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Spain: Nazi given community service after explosives found at home

A hardcore Nazi who posed with heavy weaponry shooting anti-fascist signs and built up an arsenal of guns and explosives is a free man today having been handed a community service sentence — as opposed to the 11 years in jail for terror offences that had been requested by prosecutors.

Miguel Antonio Reguera González was given the slap on the wrist, reduced from his original, already lenient, four-year sentence after a seven-year legal wrangle and despite being proven to have illegally possessed weapons, ammunition and material and explosive devices has not served a single day in prison.

The Leon Cacabelos resident was reported to the Civil guard in 2010 by Bierzo Antifa after he and some fascist friends uploaded a number of videos showing them firing various weapons in public spaces.

The self-styled “Rambo del Bierzo” were open in both the videos and on social media about their love for Adolf Hitler and Nazism, and Reguera was known to play white supremacist music loudly in his local neighbourhood. In his home he has plastered the walls with Nazi imagery, flags and symbols. He was a known member of local fascist cabal National Democratic Youth.

But following his initial arrest and the seizure of his arsenal, which included automatic weapons, incendiaries and even tank shells, it wouldn’t be until 2014 that his case was heard and he spent those years living normally with no precautionary measures taken to protect the public.

He was accused by the prosecution of illegally holding tank ammunition, illegal arms possession and possession of explosive substances and the formal hearing took place on November 23rd 2015, five years and nine months after his original arrest. He was sentenced to four years, less than half the standard sentence recommended by prosecutors.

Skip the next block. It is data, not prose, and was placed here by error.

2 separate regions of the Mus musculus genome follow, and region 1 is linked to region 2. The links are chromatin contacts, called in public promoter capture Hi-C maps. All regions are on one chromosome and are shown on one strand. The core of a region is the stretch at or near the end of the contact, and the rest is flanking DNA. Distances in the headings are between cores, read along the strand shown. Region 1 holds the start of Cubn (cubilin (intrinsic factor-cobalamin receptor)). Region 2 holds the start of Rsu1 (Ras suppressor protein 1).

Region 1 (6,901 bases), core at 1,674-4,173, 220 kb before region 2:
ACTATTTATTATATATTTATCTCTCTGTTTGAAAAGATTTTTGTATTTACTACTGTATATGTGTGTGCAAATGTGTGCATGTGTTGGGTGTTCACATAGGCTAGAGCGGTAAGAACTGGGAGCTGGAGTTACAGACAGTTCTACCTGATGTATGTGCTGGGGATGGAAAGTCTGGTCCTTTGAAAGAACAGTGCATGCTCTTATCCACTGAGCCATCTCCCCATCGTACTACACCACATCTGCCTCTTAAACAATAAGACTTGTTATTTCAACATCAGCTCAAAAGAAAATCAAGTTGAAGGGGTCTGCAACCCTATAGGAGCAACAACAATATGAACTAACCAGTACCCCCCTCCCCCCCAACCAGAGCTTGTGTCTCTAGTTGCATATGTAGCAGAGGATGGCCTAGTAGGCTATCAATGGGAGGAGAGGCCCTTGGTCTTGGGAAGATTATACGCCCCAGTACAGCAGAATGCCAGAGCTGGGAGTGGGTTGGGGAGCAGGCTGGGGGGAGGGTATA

Throughout the trial Reguera was backed by far-right groups in and around the town, with particularly strong backing from hardline rightist Cacabelos priest Jesús Álvarez, who used Mass to mobilise his parishioners in support of the gun-toting Nazi. The pastor, who is close friends with powerful people in the right-wing PP.

Community service for a terror conviction

Five months later the court issued a note on the sentence, saying that, given the extended nature of the court case, Reguera deserved “consideration” for the “undue delay.” In an effort to make it up to the convicted gun-wielding Nazi bomb collector, the court suspended his sentence for three years and replaced it with a ten-month community service order.

Cacabelos City Council expected to take over the management of the case, as is usually done with other prisoners. Some media even pointed out that he might be seen out sweeping the streets as part of his sentence. But the General Secretariat of Penitentiary Institutions had other ideas.

Thus, in a letter dated June 16th, 2016 Reguera was given over to do his community service work for the benefit of the Community Caritas of Cacabelos, under the care of one pastor Jesús Álvarez — the same ultraconservative priest who had spent years trying to get him off the hook.

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